Moving a Sculpture, or this weekend reminds me why I make quilts

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We finally got back up to Omaha to pick up this sculpture purchased at the Bemis Art Auction last fall. It will be a fun Memorial weekend project to move it back home for our new sculpture garden collection.

It’s very heavy and awkward to move — took six guys to drag it to the edge of the loading dock at the Bemis, before it could be lifted with a fork truck.

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Oops, lost a wheel.

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Actually in the end, it worked better to take off all the wheels and load them separately.

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Oh well, if the wheels really worked, it would just spin in a circle anyway. The sculpture is very heavy and now the truck and trailer is difficult to drive on the highway. Although it was a beautiful evening in old downtown Omaha last night, today the forecast is for heavy storms, wind and hail. Should be a exciting trip home!

Also stopped yesterday at the 51st Brownsville, NE historic flea market and craft festival. Wait till you see what I got there…

Vintage Christmas

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We’ve had housefuls of company this year, so I’ve had little time to make anything myself, but I always enjoy getting little vintage treasures out of their storage boxes. This is a nativity scene made from a coconut and other nuts that I found in a bucket in the basement of an old house during an estate auction.

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My grandmother had lots of craft parties with her friends, especially around the holidays when they made ornaments from things like wishbones and egg shells. But my favorite is this angel wall hanging that inspires me in my studio.

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Merry Christmas and Happy Holidays everyone!

Bemis Center Art Auction

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I’ve been doing some small experiments lately to more closely bridge my drawing and work with cloth. This is a shoe I sat next to at the Bemis Center art auction a few weeks ago, a great place to see and draw lots of characters.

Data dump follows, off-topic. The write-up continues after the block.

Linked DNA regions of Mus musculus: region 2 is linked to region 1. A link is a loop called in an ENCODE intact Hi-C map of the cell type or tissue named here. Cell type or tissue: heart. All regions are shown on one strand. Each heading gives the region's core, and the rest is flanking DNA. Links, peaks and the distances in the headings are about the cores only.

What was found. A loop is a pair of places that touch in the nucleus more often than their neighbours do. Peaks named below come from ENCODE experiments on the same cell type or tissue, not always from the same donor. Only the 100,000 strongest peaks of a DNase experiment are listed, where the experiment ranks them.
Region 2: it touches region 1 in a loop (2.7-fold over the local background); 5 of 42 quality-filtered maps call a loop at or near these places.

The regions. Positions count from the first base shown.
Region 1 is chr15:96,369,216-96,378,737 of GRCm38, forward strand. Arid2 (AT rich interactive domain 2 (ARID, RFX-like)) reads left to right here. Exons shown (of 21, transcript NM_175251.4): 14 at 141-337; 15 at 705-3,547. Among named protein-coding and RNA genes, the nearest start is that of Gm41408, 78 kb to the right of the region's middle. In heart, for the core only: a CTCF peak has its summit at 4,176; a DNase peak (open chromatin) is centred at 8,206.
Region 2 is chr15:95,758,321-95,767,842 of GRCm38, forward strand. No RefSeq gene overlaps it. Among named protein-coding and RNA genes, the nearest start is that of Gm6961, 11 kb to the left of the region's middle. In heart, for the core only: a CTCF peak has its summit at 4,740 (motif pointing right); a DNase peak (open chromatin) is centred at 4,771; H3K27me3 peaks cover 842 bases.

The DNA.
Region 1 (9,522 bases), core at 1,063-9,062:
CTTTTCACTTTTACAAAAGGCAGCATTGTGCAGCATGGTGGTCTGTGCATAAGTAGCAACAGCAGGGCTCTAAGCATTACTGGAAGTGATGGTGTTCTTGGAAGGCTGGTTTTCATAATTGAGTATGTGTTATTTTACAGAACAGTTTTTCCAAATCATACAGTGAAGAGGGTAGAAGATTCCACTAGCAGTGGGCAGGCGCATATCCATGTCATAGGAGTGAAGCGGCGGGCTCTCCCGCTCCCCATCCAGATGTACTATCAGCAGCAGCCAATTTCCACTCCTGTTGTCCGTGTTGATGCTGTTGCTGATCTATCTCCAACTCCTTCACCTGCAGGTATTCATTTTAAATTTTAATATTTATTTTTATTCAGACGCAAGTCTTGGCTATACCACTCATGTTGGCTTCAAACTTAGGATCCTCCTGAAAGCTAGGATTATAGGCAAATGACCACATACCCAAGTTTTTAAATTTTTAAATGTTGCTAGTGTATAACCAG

Based in Omaha, Nebraska, the Bemis Center is an artist-residency program in a historic downtown building with great galleries for exhibitions and community out-reach programs, and right across the street from Jun Kaneko’s studios and upcoming creativity museum ( a link to our visit there last year) and (and day two.)

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The art auction was the slicked operation I’ve seen in a long time. It was packed, there was great food, open bar, and three sections of silent auctions, a buy-it-now room, and the live auction. It’s well supported by artists, because the artists can set their minimum, get 50 percent of the selling price (same as a gallery), and the Bemis provides education about the artist and unique creative experiences for many.

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Of course the top dollar part was the live auction. If attendees wanted to keep the party going, they could stay noisy in the buy-it-now room, and still watch and bid over a big-screen closed network. In fact all the key staff were wired for communication, and before the end of the night, the silent auction items were labeled and bubble-wrapped for taking home. (update: just found out the auction raised a whopping $440,000!)

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We bought a James Surls linocut, and something really big that we’re going to have fetch with a truck, so more adventures coming….Thanks Russ for the photos. Since I was so busy drawing, I didn’t have time to take any myself, except for this one. Uh, make that a truck and a trailer!

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Empty Spools

I was wondering why I was collecting all the old wooden spools that I find at auctions, and now I’ve found one good reason.

They are great for winding on this hand-dyed thread I bought from Laura Wasilowski when she was in town. I always wondered what people did with all that thread she sells. She has several different weights, #3 is good for hand embrodiery, #8 for bobbin work (which I don’t like to do), and this is #12 which you can machine stitch with a top stitch or quilting needle.

I still couldn’t figure it out until she told me to wind the #12 on an empty spool, and finally the light bulb went off! It’s tricky to do though, without ending up with a whole mess of knots.

I’ve been trying to figure out how to quilt my kokeshi dolls because the background is lots of little pieces instead of one solid. So I’ve been experimenting with stitching a pattern over many pieces, something that’s new for me. It’s fun and I like the effect I’m getting with Laura’s varigated threads.

Chinese Checkers

Oh my, it was a beautiful day today…I saw a guy and a dog flying a kite in a big grassy field.  Actually I spend the morning inside drawing, not a good use of the fabulous weather, but I did get out in the afternoon to go to an auction, and got this great Chinese Checkers set.

This one has unusual graphics with this odd little Pixie guy, and it says it was made in St. Louis.

And wow, does that guy really have five hands? I sure could use his help around the house!